Asset Forfeiture

Matt Smith / WHYY

A recent report from the Pennsylvania Attorney General shows that law enforcement across the state made over $15 million through the use of civil asset forfeiture between 2017 and 2018.

This controversial legal mechanism allows police departments and district attorney offices to profit from property seized during arrests, even if a suspect is never convicted of a crime. This property — which is often tied to drug suspects — ranges from cash, cars and homes to jewelry and flat screen televisions.

Cash Grab: As Asset Forfeiture Quietly Expands Across PA, Abuses Follow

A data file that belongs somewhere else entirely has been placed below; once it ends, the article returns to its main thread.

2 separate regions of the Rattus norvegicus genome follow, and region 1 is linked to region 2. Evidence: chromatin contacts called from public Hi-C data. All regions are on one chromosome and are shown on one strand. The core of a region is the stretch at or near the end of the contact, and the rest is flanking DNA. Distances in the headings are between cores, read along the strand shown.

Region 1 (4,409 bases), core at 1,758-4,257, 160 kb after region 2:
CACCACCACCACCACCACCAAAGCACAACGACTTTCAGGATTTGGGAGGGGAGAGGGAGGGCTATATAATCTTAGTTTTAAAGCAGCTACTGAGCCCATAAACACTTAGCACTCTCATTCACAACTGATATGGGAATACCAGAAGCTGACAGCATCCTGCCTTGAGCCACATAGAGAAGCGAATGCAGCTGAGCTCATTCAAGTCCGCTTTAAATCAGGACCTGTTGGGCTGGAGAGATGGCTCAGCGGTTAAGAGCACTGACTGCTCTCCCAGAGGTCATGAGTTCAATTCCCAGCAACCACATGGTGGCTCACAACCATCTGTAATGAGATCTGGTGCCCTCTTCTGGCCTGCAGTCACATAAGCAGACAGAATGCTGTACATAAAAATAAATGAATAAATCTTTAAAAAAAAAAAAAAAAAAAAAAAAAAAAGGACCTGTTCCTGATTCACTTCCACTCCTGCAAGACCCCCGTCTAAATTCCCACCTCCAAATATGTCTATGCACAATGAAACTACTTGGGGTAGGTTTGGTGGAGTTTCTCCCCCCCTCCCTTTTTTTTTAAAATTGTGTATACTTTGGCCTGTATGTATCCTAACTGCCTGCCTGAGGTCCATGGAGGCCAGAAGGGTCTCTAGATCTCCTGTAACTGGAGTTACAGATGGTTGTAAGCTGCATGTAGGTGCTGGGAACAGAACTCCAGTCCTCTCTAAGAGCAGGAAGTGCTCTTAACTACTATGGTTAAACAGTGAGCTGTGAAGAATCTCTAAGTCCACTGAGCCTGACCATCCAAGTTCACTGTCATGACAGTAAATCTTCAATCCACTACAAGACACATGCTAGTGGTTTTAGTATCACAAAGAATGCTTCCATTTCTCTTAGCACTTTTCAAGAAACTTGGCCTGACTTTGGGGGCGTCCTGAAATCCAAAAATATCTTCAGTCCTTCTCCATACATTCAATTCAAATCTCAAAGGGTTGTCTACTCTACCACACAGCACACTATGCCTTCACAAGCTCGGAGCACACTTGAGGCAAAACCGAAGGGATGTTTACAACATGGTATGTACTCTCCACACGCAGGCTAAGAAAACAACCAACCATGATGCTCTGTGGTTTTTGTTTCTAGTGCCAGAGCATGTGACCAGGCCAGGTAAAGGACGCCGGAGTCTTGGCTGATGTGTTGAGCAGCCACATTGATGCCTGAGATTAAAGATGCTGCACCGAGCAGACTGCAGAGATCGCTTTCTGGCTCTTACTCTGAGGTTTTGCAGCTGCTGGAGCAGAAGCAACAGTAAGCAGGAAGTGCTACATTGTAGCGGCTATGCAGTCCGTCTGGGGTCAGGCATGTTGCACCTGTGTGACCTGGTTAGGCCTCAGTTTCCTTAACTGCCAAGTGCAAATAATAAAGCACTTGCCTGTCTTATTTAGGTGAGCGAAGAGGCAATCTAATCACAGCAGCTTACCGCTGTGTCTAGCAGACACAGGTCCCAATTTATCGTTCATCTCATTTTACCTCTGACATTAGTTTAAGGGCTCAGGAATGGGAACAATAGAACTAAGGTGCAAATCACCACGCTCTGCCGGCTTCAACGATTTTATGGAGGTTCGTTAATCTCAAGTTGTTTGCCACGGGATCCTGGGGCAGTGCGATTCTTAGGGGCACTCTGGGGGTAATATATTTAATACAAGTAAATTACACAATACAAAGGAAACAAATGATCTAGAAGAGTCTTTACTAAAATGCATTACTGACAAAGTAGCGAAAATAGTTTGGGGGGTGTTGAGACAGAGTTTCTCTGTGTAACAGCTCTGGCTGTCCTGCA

Apr 25, 2019
Matt Smith / Keystone Crossroads

Berks County narcotics detectives were ready to pounce.

Despite years of criticism of the state’s asset forfeiture laws, Pennsylvania lawmakers approved a new human trafficking law that expands law enforcement’s ability to seize assets of the accused, without any statutory oversight of where seized property and proceeds end up.